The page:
To Kill a Mockingbird is a great novel to examine in terms of this particular theme. Throughout the narrative, Jem and Scout move from the security of home into the wider world of their community and life in general; they move from the innocence and security of childhood into the world of adult realities, finding many of them shocking and painful. Harper Lee uses a main plot (Tom Robinson's trial) and a subplot (the Boo Radley story) to move Jem and Scout along in these journeys. Within this structure she incorporates many individual episodes in Jem's and Scout's lives that further their movement toward adult experience and understanding.
One way to develop an essay would be to examine the plot, subplot, and unrelated incidents to show how they move Jem and Scout into the world. Their experiences as they endure Tom Robinson's trial shock their innocence and teach them some ugly realities; these same experiences, however, through the guidance of Atticus, teach them about courage and justice. Their experiences with Boo Radley draw them from childish preconceptions and help them understand and respect the complexity of others' struggles. Various episodes throughout the novel, such as these, are very significant in moving Jem and Scout into the world:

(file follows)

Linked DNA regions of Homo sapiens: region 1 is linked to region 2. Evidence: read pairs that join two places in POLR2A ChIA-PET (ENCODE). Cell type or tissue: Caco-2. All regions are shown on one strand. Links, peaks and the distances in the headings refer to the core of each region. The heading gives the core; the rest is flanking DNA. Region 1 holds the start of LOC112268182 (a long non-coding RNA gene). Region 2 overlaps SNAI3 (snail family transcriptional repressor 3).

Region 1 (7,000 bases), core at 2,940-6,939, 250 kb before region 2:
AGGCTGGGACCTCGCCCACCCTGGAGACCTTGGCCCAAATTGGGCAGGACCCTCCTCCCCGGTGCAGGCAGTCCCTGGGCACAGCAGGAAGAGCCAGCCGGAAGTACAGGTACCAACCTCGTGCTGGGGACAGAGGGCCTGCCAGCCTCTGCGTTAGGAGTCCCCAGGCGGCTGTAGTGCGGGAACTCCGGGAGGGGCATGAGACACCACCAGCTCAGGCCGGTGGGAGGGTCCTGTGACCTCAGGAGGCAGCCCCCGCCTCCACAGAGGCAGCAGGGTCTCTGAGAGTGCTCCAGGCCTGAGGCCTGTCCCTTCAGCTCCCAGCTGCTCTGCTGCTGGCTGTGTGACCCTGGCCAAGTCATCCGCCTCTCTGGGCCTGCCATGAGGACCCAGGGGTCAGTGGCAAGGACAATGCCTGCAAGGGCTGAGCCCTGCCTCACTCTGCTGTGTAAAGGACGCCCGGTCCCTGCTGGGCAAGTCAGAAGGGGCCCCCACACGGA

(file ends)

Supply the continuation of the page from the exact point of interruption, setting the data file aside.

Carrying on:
- Atticus's shooting the rabid dog
- Jem's reading to Mrs. Dubose
- The encounter with Dolphus Raymond
- Aunt Alexandra's church circle meeting
- The visit to Calpurnia's church
- The discussion of Hitler and the Jews
As the novel ends, Jem and Scout's awareness and understanding of the world beyond their front yard is much greater, and they have taken important steps in learning how to live in it with courage and decency.